Green Sea Turtles
Surrounding the warm coastline of Raine Island off the Great Barrier Reef, hundreds of Green Sea Turtles wait to nest their eggs. At their peak, 60,000 females will nest in this area along with thousands of other females around the world.
Weighing in about 300 bounds, with the ability to live upwards of 70 years, they are distinguished by their unique coloring. Since the 1980s, their numbers have been rebounding as a symbol of conservation success. Since the Endangered Species act nesting green sea turtle numbers have greatly improved, showing the power of governmental action in the preservation of endangered species
In 1989 Florida beaches saw an estimated 464 nests as compared to 39,000 in 2017 after the 1978 Endangered Species Act was implemented. Previously hunted for their fat, shells, and eggs, the Act put a crucial ban on hunting these ocean animals. But the fight for their protection is not finished. Like many marine animals, they are still threatened by the impending threat of climate change, vessel strikes, ocean pollution, and bycatch. Though hope is still evident, governmental action does work, the green sea turtle is an example of it. We must continue to support marine life through the continued protection of our oceans on an international scale. You can do your part by respecting coral reefs, keeping your distance, and protecting our oceans against pollution.
Channel Island Fox
The Channel Island Fox is endemic to the coast of Southern California. Facing dramatic decline from unnatural predation as a consequence of human development and expansion, they faced extinction in the 1990s. Feral pigs, not native to the area attracted nesting golden eagles.
These eagles were seen as an extreme threat to the Channel Island Fox, their numbers crashed dramatically from 1,500 to fewer than 100 in the 1990s.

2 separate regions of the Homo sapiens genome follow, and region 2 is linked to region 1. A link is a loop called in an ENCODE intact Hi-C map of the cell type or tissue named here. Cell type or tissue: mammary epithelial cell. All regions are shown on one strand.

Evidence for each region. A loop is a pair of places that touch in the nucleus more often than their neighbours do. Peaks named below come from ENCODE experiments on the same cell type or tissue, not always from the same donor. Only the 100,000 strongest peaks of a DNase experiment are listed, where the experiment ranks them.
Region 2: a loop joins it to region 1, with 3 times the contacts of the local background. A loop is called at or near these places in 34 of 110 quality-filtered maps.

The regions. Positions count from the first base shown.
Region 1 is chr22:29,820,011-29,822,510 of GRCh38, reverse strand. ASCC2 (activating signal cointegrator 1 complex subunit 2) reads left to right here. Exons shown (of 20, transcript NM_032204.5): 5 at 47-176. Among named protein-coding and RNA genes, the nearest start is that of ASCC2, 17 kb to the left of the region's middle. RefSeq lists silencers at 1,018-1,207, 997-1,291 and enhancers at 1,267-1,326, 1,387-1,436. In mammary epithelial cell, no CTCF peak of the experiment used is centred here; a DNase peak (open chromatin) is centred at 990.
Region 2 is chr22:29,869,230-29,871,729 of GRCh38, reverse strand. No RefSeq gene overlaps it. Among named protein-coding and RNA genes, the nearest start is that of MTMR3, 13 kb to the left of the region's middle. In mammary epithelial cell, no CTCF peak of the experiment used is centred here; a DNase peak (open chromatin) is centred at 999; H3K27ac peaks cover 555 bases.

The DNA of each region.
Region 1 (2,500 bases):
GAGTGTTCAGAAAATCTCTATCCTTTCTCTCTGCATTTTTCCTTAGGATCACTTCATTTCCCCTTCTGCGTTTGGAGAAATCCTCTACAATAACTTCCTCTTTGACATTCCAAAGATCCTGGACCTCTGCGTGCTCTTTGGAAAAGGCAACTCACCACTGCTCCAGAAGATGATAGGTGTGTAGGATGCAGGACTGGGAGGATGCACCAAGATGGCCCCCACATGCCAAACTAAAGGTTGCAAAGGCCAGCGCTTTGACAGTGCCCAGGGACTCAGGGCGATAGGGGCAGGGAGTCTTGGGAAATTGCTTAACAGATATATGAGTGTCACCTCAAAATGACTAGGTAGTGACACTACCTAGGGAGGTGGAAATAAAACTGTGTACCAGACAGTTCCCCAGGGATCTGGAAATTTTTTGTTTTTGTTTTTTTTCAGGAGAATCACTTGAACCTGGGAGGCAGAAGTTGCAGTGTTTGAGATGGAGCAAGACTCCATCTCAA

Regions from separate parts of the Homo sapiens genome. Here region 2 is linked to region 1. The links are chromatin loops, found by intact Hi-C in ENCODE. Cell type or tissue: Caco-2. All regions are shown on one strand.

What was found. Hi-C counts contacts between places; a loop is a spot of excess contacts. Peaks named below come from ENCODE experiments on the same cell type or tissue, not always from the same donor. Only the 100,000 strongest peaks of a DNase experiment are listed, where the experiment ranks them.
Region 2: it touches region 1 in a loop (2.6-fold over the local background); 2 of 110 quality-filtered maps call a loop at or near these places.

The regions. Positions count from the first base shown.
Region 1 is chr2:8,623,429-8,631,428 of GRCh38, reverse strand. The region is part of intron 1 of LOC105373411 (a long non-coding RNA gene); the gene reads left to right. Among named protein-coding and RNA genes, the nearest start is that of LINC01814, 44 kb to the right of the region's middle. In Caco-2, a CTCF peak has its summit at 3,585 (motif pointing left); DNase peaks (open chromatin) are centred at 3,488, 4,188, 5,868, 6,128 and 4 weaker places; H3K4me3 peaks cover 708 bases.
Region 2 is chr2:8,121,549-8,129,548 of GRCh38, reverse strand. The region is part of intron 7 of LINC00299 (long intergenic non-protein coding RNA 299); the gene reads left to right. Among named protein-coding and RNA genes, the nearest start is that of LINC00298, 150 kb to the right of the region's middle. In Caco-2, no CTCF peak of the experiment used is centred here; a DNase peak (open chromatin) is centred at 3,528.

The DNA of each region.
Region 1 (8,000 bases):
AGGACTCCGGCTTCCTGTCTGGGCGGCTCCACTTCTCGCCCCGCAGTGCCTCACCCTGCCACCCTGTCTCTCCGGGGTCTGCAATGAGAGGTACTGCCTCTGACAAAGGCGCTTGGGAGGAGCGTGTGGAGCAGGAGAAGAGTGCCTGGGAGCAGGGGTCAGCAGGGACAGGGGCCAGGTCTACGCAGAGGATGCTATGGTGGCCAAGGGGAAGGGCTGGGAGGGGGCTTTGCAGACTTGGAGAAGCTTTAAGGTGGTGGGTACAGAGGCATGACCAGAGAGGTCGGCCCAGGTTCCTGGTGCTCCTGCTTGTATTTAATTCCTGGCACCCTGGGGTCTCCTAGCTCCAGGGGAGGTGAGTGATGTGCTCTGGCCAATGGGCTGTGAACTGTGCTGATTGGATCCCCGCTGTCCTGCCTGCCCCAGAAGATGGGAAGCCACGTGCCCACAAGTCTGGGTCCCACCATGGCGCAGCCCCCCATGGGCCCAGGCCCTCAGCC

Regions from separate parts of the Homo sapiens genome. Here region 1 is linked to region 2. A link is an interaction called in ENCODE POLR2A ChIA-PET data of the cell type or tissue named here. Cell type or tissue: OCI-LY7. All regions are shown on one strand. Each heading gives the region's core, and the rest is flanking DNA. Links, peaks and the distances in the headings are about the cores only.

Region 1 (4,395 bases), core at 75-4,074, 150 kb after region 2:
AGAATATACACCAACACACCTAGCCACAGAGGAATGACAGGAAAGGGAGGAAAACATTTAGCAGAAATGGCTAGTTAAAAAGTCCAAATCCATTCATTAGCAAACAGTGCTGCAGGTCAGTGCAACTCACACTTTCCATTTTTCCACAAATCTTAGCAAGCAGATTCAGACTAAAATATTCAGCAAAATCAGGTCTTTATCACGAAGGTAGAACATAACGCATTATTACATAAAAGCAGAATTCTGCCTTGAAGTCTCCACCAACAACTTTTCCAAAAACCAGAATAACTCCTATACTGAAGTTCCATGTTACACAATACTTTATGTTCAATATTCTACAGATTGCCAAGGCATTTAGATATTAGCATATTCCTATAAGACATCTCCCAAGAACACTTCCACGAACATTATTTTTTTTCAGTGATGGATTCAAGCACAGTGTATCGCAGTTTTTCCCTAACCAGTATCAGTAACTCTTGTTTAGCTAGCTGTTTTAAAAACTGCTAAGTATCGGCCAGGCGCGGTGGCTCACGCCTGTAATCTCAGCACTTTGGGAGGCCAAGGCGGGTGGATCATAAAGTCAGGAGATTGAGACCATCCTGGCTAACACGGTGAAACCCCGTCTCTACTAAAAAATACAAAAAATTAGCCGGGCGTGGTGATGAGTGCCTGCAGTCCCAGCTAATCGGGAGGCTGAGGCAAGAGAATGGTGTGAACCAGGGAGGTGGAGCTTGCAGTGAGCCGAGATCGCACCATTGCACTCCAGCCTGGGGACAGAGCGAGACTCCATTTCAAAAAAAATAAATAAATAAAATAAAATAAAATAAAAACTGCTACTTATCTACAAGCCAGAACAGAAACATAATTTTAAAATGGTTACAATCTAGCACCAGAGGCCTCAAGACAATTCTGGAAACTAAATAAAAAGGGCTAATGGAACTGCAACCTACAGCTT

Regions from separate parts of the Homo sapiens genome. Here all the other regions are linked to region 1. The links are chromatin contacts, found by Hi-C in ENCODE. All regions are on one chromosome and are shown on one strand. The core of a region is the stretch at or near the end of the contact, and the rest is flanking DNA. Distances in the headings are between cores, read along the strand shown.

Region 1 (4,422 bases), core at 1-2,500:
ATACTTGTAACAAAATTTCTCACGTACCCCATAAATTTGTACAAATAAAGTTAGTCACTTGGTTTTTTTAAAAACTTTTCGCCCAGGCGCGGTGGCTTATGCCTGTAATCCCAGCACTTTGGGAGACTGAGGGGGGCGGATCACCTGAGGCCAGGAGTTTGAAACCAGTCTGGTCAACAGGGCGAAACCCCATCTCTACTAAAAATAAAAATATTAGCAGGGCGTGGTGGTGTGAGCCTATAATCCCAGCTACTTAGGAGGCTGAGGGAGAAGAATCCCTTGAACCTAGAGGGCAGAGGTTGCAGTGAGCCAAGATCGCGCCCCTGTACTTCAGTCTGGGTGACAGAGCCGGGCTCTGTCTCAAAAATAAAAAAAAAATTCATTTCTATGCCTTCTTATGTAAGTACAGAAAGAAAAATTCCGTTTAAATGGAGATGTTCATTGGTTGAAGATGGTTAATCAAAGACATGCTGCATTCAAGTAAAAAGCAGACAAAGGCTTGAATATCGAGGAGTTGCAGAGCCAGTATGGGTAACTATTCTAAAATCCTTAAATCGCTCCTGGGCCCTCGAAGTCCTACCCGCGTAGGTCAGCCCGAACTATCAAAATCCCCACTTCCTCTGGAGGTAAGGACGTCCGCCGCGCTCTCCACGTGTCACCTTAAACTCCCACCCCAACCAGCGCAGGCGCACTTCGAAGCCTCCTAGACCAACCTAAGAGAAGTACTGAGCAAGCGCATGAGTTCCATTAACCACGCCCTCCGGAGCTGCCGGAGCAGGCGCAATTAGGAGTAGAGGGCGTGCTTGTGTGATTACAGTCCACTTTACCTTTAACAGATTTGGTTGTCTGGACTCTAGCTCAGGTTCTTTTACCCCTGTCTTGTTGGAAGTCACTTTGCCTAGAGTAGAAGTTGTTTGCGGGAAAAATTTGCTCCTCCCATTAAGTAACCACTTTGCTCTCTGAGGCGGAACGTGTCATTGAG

To save these small carnivores, the Channel Island National Park began a conservation program that included captive breeding, reintroduction, ethical removal of golden eagles, and other organized efforts. These conservation efforts prioritized returning ecosystems to their natural state. Successfully they were able to raise the number of Channel Island Foxes to 1302 in Santa Cruz, 516 in San Miguel, and 292 in Santa Rosa.
Cross River Gorillas
With only 300 Cross River gorillas left in the world, conservation efforts have a long way to go to save these critically endangered primates. But there is hope. In 2020, conservationists were able to capture a video of a group of seven Cross River gorillas. This rare glimpse provides hope their numbers are growing, as they are usually deeply hidden within the forest of Nigeria and Cameroon.
Cross River Gorilla Conservation and local communities are doing their part in protecting the Cross River gorilla. Their skilled and comprehensive approach includes forest monitoring, community education and development, protection training, and more. The bushmeat trade, poaching, and habitat loss are very real threats to the remaining Cross River gorilla population, but through exhaustive conservation, work hope prevails.
What Do These Stories Teach Us?
Conservation stories teach us that hope is necessary, even in the hardest of times. Whether the population of a species is rebounding or declining there is still hope as long as people care and show they care. Stories of success show the world that conservation efforts by governments, NGOs, and communities are powerful.
Climate change, habitat destruction, and poaching are all human activities that we have the chance to stop through laws, education, and community development. Donations, voting, and cleaning up your own community are beneficial to these species – even if you don’t see it directly. Animals are unable to protect themselves against human destruction, so it reasons that it must be human intervention, human hope that will save them in the end. The success of the Green Sea Turtle, the Channel Island Fox, and hopefully the Cross River gorilla prove that when people care, they can truly make a difference.